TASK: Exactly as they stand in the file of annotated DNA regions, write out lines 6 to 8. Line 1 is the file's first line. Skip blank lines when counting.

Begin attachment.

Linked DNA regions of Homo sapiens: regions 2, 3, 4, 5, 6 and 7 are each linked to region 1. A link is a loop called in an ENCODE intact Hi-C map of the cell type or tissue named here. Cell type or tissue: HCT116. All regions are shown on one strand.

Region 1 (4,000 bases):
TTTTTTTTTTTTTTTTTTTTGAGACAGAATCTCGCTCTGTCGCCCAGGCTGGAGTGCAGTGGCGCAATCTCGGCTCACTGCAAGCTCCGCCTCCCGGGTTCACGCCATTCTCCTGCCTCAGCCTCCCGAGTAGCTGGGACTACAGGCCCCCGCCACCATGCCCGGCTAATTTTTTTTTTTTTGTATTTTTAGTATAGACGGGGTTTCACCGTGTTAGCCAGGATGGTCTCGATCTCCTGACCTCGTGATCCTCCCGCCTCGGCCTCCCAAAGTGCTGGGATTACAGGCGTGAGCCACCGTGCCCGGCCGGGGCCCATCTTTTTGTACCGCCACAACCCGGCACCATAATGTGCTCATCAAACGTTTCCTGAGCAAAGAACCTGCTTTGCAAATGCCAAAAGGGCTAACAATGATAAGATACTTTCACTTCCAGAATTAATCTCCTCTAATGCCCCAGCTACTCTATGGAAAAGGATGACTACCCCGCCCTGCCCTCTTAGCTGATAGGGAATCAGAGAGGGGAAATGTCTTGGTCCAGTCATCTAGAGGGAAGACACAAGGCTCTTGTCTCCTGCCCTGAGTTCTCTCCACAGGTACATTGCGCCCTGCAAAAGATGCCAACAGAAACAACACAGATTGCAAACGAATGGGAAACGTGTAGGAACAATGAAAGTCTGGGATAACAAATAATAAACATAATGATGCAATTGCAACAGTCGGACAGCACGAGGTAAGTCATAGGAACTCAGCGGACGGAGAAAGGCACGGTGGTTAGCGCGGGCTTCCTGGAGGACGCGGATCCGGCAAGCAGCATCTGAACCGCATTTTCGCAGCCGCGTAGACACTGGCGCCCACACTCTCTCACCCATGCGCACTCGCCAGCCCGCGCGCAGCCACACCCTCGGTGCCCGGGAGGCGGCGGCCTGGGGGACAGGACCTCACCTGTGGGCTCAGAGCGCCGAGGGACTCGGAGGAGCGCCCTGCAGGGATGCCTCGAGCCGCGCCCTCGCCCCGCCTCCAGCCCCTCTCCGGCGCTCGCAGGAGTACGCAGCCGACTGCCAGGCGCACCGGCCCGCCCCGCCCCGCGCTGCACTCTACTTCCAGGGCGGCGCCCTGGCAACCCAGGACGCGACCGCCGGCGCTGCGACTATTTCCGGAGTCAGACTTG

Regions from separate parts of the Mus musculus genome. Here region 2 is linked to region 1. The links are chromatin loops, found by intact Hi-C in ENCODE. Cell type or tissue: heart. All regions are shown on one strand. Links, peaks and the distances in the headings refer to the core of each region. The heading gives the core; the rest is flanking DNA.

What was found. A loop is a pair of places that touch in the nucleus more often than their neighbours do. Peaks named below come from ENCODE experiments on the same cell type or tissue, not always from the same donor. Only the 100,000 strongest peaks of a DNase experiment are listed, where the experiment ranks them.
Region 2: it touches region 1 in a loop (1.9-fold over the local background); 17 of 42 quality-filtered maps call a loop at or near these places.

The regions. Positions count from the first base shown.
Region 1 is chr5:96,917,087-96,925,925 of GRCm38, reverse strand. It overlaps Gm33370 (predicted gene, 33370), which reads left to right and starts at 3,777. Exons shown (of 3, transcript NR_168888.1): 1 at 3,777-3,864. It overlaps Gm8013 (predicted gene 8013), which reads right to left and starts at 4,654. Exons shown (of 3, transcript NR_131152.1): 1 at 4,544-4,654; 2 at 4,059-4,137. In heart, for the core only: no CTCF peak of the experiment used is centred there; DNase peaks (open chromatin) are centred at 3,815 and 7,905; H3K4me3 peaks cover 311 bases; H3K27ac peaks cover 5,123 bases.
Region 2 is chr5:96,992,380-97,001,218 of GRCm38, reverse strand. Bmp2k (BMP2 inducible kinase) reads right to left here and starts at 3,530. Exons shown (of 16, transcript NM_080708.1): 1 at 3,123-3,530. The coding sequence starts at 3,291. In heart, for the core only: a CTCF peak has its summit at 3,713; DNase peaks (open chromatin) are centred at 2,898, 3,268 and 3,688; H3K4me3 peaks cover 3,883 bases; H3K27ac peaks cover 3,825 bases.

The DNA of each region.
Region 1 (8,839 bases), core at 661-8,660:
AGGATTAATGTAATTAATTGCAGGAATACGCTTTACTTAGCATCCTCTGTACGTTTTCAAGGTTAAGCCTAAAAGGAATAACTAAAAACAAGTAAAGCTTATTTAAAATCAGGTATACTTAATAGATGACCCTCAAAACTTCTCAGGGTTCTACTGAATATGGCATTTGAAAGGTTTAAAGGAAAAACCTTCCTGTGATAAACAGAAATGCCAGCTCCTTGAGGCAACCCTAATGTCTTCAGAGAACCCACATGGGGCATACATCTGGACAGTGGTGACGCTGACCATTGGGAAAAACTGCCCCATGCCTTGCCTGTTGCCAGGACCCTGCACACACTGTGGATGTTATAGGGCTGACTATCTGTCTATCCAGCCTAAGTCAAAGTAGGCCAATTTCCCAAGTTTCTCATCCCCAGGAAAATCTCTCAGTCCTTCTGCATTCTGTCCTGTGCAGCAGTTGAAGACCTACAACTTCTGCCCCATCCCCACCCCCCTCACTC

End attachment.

Region 2: it touches region 1 in a loop (1.9-fold over the local background); 17 of 42 quality-filtered maps call a loop at or near these places.

The regions. Positions count from the first base shown.
Region 1 is chr5:96,917,087-96,925,925 of GRCm38, reverse strand. It overlaps Gm33370 (predicted gene, 33370), which reads left to right and starts at 3,777. Exons shown (of 3, transcript NR_168888.1): 1 at 3,777-3,864. It overlaps Gm8013 (predicted gene 8013), which reads right to left and starts at 4,654. Exons shown (of 3, transcript NR_131152.1): 1 at 4,544-4,654; 2 at 4,059-4,137. In heart, for the core only: no CTCF peak of the experiment used is centred there; DNase peaks (open chromatin) are centred at 3,815 and 7,905; H3K4me3 peaks cover 311 bases; H3K27ac peaks cover 5,123 bases.